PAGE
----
Travel: Mount Arapiles, Vic

By: Claire Wilson, Photography by: Claire Wilson

There are few better places on Earth for just hanging around than Mount Arapiles, Vic.

Everybody has a favourite place. Whether it be your childhood holiday haunt or your favourite 4WD tracks. Today I am going to share mine with you. People come from all over the world just to visit my favourite place, to (quite literally) cover the rocky outcrop with their blood, sweat and tears. My favourite place is Mount Arapiles, in northwest Victoria.

Driving here from Melbourne, across the vast flat Wimmera plains, you would scarcely know you were heading to a rock climbing destination. For hours and hours green fields filled with sheep blur past your windows, and the only clue comes upon you suddenly, when the mountains of the Grampians rise from the plain on your left. The Grampians themselves are a worthy destination, offering a rich variety of 4WDing, walking and climbing, but if you want to try your hand at rock climbing, Arapiles, a half hour or further on, should be your goal.

A left turn at Horsham sees you come to the quaint town of Natimuk, populated by a colourful collection of climbers and country folk. Here you will find a pub, a general store, a cafe, an art gallery, and a climbing gear shop - which is where you will want to head if you are interested in booking a guide to safely introduce you to the rock.

From Natimuk you can see Arapiles in the distance. It doesn't quite loom, it's a little too squat for that, but arrive at sunrise and it will greet you with a glowing orange face. It's just a short drive down the road to get to the Parks Victoria campground at the base of the mountain. Here you will find the sites are on a slight slope, and are equipped with toilets (one block of long drop and one flushing) and bore water. Climbers are a notoriously skinflint bunch, so camping costs just $2/person/night.

There are many walking tracks that wind their way through the boulders scattered at the base of the cliffs, as well as some that ascend through the gullies to spit you out on top of the mountain. You can also drive up there. If you do, make sure you stop at the car park halfway up and do the short walk to Bushranger Bluff. Here you will find a small cliff with a large cave three quarters of the way up, known as Melville's Cave. This is supposedly where Victorian bushranger 'Captain' Melville used to stash his treasures in the 1850s; it is an easy scramble up to sit in the cave for brave kids.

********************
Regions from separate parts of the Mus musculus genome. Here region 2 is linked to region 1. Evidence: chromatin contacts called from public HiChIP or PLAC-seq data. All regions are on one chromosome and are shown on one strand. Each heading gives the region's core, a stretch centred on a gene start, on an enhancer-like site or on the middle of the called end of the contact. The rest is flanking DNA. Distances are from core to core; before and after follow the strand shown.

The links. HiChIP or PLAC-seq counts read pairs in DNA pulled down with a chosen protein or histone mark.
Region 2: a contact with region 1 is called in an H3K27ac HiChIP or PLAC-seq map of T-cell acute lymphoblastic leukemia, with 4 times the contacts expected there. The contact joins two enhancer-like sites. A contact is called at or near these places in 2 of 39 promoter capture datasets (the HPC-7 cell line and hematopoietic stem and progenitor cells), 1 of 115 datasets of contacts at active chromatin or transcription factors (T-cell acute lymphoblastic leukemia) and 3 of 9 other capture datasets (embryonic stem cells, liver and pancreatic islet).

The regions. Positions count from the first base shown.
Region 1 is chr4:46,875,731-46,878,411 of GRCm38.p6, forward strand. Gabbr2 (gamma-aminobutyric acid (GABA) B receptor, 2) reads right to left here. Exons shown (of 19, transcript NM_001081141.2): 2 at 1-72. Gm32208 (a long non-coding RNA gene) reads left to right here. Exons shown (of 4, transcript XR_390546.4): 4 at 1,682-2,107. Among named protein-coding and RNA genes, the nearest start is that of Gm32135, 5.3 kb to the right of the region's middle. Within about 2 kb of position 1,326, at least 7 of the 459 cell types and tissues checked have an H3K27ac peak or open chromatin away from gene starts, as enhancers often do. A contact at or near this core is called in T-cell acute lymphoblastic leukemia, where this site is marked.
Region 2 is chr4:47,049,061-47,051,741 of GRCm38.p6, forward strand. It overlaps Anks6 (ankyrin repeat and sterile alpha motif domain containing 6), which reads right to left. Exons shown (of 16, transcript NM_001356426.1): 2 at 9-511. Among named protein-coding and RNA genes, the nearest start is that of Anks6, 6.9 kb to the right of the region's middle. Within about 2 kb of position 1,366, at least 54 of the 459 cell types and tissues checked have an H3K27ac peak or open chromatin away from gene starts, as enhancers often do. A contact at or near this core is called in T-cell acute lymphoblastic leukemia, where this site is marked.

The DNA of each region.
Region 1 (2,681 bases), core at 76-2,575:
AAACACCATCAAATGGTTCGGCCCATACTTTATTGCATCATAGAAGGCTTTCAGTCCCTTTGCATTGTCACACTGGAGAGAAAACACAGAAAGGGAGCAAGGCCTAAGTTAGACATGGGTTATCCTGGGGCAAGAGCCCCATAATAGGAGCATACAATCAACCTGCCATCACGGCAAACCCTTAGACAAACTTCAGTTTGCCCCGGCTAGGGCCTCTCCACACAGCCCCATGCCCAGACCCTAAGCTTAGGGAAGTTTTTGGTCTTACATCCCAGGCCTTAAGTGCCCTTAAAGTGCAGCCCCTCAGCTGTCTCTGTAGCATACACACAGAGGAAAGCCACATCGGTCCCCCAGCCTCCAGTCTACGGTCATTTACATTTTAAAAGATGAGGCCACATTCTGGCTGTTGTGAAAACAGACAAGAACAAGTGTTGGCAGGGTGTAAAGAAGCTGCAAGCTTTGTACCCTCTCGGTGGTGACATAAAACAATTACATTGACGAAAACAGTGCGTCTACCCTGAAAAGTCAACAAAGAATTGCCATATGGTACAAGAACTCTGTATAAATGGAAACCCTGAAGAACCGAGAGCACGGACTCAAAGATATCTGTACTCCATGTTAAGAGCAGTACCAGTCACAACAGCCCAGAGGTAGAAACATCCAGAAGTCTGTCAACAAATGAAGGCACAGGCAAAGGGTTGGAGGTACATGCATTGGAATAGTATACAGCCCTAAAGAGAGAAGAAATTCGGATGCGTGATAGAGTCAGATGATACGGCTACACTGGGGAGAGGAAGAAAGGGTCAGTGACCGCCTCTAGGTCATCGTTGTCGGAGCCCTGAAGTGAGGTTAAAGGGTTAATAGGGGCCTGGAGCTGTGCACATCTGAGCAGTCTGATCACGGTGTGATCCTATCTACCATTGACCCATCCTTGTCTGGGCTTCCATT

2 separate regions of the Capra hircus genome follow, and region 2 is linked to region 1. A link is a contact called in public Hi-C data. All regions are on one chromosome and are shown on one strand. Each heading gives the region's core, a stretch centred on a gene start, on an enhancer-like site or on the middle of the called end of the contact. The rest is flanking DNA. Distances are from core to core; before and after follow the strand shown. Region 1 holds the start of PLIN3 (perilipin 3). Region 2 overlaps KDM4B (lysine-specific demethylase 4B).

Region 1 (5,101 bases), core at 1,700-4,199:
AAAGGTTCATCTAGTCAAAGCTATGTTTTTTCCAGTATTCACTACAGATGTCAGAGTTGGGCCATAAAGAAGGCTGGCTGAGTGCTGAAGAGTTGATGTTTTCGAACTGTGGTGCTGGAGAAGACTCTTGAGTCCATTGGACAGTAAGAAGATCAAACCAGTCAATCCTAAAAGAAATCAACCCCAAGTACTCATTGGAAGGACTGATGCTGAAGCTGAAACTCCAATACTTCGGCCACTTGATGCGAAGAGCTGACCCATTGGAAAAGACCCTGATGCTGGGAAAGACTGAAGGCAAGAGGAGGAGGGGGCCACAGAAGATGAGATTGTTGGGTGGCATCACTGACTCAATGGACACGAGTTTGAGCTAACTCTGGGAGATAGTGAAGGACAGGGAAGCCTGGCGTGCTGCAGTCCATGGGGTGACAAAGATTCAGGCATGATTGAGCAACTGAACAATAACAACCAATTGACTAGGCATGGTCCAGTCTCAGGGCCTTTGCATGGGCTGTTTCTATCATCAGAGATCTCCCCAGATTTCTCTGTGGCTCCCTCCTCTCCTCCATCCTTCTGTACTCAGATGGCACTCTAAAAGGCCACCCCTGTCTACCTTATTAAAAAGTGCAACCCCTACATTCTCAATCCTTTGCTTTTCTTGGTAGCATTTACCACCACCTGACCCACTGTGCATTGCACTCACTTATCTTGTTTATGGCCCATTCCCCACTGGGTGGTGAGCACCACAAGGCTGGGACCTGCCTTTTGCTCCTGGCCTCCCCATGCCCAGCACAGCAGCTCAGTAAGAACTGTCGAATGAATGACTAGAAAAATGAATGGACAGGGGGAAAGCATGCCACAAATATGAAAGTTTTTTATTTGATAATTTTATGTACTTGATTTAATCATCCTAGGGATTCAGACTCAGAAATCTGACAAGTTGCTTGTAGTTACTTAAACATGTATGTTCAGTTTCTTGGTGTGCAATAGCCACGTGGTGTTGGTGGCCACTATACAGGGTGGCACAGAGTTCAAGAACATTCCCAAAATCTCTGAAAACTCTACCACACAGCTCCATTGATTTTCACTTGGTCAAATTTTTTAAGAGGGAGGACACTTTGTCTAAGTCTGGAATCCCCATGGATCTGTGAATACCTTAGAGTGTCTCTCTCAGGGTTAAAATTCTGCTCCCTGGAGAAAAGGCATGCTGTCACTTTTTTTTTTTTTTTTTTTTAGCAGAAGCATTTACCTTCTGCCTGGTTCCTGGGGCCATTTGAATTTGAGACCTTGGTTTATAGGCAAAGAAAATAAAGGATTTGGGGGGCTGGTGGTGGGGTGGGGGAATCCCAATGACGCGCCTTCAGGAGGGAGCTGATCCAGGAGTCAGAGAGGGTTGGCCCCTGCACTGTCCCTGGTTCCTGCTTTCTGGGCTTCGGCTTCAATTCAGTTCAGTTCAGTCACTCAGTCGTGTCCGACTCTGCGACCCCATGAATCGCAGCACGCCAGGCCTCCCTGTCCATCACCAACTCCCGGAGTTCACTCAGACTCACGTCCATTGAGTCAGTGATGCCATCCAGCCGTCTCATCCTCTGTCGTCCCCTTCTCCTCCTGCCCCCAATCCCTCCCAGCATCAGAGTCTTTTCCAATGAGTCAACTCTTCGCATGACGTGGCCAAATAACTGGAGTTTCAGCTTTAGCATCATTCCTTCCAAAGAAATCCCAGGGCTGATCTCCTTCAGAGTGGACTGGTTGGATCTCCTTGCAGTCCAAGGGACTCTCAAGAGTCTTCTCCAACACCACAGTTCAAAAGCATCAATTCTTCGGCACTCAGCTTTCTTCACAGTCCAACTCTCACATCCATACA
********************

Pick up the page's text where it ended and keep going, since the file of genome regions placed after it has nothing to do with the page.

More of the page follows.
There is a nature walk around the mount, which supposedly has a great spring wildflower display, but I have to admit that I have not yet had time to walk it yet.

When I visit Arapiles I spend my time, from daybreak to dusk, climbing up the fantastic orange rock. From a rockclimber's perspective Mount Arapiles has a magic combination of features that make it the best place to climb in Australia (some would argue in the entire world). The quartzite sandstone, formed from regular sandstone that has been subjected to intense tectonic pressure, is remarkably strong - reducing the chance the rock will break off (taking you with it).

Best of all, there are many climbs that are remarkably easy, yet taller than 100m, making a spectacular introduction to the sport for beginners. Best of all, the cliffs are just a short walk from camp, and there is a massive concentration of climbs within the one relatively small area (epic hikes to climbs are fun, but best avoided).

You don't need to go for a climb to make a visit to Arapiles worthwhile, but until you sit sweaty on top of the cliff and survey the plains with weary eyes - see the eagles soaring past and falcons swooping out from the rock - you won't really understand why so many people think this is such an amazing place.

Rock climbing is inherently dangerous, so I recommend hiring a guide if it is your first time at the mount. They will provide you with all the equipment and knowledge you need to climb safely.

Arapiles is just a short drive away from the Grampians National Park, Little Desert and Big Desert, while also being just a short hop off the Melbourne to Adelaide inland route.

For those who want more salubrious accommodation there is a caravan park located just out of Natimuk, and a short drive away from the mount.

In recent years a lot of effort has gone into revegetating Arapiles with native flora, so hopefully you will not only enjoy it, but do your best to look after it. 


Mount Arapiles - Tooan State Park is 320km northwest of Melbourne and 440km from Adelaide.

Arapiles Climbing Guides,, (03) 5384 0376.

Natimuk Lake Caravan Park, 0407 800 753.

Source: Camper Trailer Australia #49